Not that we don’t have an over-reliance on FDI, but that is another story.

You don’t say. But notice how for him this is about jobs, not tax. Jobs, literally, at any cost, including tax. He actually seems to overstate the number of jobs too…

‘In reality we should let Apple keep their tax and stay in Ireland and continue providing tens of thousands of jobs, along with other MNC’s. Again being charitable perhaps he means Apple and other MNCs, but Apple didn’t employ tens of thousands in 2014, indeed 4,000 at most in Cork directly and ‘2,500’ more indirectly. That’s nothing to sniff at. But let’s not overstate matters either.

Anyhow, he’s not fussed by €13bn. No not at all. With remarkable, some would say rather tasteless loftiness, he dismisses this sum entirely;

Why do they think the solution to our shortfall sis spending more money? It is quite the reverse. For example, the more money that goes into our health service, it seems, the more the problems are compounded by further bloating management and bureaucracy and by reinforcing the vested interests and work practices of unions and consultants. It is efficiencies we need. We had billions sloshing around during the high-spending Tiger years and look where it go us. We are still paying for our largesse with uncompetitive costs and a welfare culture that has the highest number of households in the EU without an earner. That’s what easy money does – and a populist political culture to spend it.

If that seems a risible run-through of the economic collapse and crises… well, yeah, it is.

Anyhow, thankfully there are more measured voices on hand in the SBP. Voices like Sean Whelan who notes that…er ‘patriotism is the last refuge of the scoundrel’. I’ve often wondered at that line. Surely it often is the first refuge… and that’s not to diss the genuinely patriotic. He continues:

When it comes to the matter of corporation tax, beware the patriots – especially the patriots in expensive suits.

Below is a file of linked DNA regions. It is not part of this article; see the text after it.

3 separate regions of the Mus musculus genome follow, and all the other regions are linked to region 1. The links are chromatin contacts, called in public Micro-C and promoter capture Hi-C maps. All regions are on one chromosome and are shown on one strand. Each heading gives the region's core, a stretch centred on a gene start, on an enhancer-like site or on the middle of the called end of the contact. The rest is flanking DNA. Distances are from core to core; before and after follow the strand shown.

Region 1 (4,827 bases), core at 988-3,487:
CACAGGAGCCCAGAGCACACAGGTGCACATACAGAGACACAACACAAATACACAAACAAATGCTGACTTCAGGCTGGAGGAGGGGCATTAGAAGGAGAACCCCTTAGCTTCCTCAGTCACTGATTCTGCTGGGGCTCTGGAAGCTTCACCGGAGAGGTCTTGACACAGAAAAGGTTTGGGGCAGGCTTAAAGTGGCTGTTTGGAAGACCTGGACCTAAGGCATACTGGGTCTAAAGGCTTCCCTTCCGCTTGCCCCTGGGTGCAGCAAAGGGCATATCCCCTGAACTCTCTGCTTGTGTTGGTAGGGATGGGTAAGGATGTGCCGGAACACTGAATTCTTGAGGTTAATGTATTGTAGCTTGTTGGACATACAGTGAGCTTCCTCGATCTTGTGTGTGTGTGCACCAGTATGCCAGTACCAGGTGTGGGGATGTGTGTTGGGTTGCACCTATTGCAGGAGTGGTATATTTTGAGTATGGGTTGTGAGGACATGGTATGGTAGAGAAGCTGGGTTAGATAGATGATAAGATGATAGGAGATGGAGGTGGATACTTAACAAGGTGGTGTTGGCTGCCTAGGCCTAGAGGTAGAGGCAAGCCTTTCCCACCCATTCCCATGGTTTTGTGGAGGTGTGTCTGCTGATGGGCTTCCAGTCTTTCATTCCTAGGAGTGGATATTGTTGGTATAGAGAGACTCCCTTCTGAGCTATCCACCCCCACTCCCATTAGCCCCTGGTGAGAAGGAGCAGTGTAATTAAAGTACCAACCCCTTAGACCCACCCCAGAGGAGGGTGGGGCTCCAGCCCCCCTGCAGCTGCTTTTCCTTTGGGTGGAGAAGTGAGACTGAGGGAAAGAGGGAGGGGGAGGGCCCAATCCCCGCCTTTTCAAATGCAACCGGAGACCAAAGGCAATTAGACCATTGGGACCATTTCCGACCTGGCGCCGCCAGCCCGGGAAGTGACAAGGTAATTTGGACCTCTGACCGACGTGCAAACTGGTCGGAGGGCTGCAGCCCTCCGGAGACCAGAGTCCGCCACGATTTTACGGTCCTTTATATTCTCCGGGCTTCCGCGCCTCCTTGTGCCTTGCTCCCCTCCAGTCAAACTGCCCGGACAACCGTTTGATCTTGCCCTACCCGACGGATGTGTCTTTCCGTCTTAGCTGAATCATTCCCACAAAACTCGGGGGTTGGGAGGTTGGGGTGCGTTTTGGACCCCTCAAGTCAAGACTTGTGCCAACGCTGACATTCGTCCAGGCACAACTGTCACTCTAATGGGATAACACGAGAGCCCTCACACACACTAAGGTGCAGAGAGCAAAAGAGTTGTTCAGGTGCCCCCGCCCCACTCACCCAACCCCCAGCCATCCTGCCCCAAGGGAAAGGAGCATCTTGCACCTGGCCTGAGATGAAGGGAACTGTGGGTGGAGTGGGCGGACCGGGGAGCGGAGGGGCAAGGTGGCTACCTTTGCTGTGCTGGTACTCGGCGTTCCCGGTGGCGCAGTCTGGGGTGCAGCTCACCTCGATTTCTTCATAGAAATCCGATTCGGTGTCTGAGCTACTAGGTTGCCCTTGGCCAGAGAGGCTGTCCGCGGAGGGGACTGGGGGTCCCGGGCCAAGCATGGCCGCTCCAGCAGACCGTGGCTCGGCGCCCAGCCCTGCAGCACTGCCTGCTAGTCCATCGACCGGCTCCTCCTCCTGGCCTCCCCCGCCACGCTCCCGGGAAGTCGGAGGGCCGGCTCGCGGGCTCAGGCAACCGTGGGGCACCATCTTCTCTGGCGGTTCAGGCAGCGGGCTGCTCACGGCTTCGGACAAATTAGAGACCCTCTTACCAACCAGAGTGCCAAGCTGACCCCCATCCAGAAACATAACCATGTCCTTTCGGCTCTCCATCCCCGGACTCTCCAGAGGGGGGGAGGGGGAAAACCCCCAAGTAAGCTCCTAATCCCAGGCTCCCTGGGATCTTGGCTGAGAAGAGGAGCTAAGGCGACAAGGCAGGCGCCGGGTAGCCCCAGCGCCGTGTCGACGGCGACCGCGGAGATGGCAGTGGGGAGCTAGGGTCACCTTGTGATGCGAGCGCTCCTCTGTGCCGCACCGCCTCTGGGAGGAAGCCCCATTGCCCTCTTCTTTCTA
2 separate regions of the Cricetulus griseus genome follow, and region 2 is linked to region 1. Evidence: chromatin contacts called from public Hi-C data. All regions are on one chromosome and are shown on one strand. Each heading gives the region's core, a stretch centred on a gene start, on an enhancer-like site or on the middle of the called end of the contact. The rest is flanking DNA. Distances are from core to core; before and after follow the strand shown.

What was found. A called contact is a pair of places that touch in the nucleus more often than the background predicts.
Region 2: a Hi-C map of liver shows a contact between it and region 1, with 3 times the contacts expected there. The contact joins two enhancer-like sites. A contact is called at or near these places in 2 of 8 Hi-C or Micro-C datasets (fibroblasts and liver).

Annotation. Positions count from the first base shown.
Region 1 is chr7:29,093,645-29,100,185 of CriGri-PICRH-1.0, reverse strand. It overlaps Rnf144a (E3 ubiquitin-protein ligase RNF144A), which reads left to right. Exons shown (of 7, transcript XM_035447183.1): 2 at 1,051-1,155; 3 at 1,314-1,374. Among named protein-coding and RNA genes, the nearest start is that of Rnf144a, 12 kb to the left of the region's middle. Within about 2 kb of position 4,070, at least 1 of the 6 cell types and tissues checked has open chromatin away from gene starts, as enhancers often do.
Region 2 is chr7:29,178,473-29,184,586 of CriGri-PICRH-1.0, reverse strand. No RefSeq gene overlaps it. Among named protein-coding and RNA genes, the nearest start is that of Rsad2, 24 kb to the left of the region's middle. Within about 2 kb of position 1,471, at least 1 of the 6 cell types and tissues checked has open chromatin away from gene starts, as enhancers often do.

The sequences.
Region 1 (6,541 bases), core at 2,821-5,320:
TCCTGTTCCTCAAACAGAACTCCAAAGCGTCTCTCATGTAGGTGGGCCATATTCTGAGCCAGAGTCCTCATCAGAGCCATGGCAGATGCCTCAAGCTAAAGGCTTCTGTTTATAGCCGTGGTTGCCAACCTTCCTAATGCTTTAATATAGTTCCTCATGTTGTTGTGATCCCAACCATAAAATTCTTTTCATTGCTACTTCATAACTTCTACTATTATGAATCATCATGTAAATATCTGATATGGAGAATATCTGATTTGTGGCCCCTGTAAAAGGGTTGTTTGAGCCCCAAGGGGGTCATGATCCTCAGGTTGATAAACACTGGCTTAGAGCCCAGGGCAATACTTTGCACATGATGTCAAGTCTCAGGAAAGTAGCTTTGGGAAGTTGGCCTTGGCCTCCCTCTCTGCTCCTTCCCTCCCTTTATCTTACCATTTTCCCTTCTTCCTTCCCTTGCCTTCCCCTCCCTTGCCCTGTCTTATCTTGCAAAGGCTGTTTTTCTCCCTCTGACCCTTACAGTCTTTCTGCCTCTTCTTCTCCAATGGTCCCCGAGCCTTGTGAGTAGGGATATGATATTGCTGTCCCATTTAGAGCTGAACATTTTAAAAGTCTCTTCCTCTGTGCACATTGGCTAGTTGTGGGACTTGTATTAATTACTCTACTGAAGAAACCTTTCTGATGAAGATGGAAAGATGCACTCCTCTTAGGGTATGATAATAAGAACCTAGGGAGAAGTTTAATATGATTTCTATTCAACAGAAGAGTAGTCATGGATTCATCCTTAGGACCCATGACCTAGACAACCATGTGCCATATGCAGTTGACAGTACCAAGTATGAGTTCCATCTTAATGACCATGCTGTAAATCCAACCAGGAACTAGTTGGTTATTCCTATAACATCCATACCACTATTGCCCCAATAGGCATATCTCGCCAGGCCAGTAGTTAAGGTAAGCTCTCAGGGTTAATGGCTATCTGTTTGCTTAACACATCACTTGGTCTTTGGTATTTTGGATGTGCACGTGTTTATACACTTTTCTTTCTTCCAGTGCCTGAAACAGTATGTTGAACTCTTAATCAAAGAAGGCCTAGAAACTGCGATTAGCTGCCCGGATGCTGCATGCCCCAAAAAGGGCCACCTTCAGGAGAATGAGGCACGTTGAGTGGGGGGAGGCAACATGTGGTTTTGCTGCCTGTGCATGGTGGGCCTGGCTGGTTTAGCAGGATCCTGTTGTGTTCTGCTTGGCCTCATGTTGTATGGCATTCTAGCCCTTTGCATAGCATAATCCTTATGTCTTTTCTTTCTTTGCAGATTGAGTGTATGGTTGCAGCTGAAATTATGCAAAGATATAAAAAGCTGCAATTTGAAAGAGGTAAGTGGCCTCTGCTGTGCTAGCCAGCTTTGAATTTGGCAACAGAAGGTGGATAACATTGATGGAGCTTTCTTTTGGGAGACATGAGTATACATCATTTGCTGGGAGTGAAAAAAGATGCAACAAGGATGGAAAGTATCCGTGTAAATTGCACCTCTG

The Apple judgement is one of two hammer blows that have hit this country… the other was Brexit. In their response to the former, some have begun linking to the latter – the Commission is attacking Ireland’s corporation tax regime, so it’s time for us to have a referendum to leave like the British.


That is what some are presenting as the patriotic response. It is also deeply illogical. US multinationals are in riealnd for two main reasons – low taxes and unfettered access to the single market. Leaving that market to protect the tax regime will not keep the multinationals here and encourage more to come. They need to sell products and services into a richer market of 500 million people; they want to pay as little tax as possible. But they have to pay something somewhere.

And he makes a crucial point which others ignore, about the actual power relationships involved here.

Post-Brexit Britain might just about have the economic heft to lever a half-decent market access deal out of the EU: post-Irexit Ireland will not. Does anyone think low-tax FDI-hungry Britain will out so the Paddies get a good deal too?

All so that US multinationals can continue with tax practices that most citizens regard as unacceptable.

And he makes the point that if ‘the Commission suffers enough political and repetitional damage, the Eu as a whole could suffer economic damage as member states slug it out between themselves in a melee of protectionism and tax-cutting with no economic referee on the field. Is this in the Irish national interest?’. How others, like McGurk or Delaney face that prospect with any equanimity escapes me. Do they think that an Irish exit, even putting aside the fact our nearest neighbour would be trying to undercut us simply ‘cos it is in its best interest, wouldn’t have such knock on effects.

And he makes a further interesting point that in some ways the Commission has ‘won’ in so far as one of the largest MNCs has been named and to an extent shamed, and that this tightens the screws in regards to future regulation of this area. Of course, for us on the left that won’t be enough and nor should it be, but as an educative moment in regards to pointing up the manner in which our interests as working people diverge from the supposed ‘mainstream’ it has its uses.

And just on that, Stephen Kinsella, also in the SBP suggests that following on the distorted growth figures recently published, the fact that Apple’s impact on those and what ‘one company in one fiscal quarter can do to this state gives you a sense of the size of Apple and the scale of the kinds of tax avoidance Apple has been involved in. The authorities have just not been quick enough to close off these loopholes.’ But he also asks in light of the number of MNCs here, pharma and tech in particular, ‘how many other ‘Apples’ are out there?’. What an interesting question.


1. baalthor - September 6, 2016

Also see D McWilliams effort in the Indo


2. Gewerkschaftler - September 6, 2016

Extraordinary how people pay to buy newspapers that spout this kind of propaganda against the interests of 99% of their readership.

How many other Apples are there? 100s of Billions of Euros in back-taxes are owed to the public purses throughout the EU through the craven facilitation of the Irish State of corporate tax evasion / avoidance.


3. Ian Paisley - September 6, 2016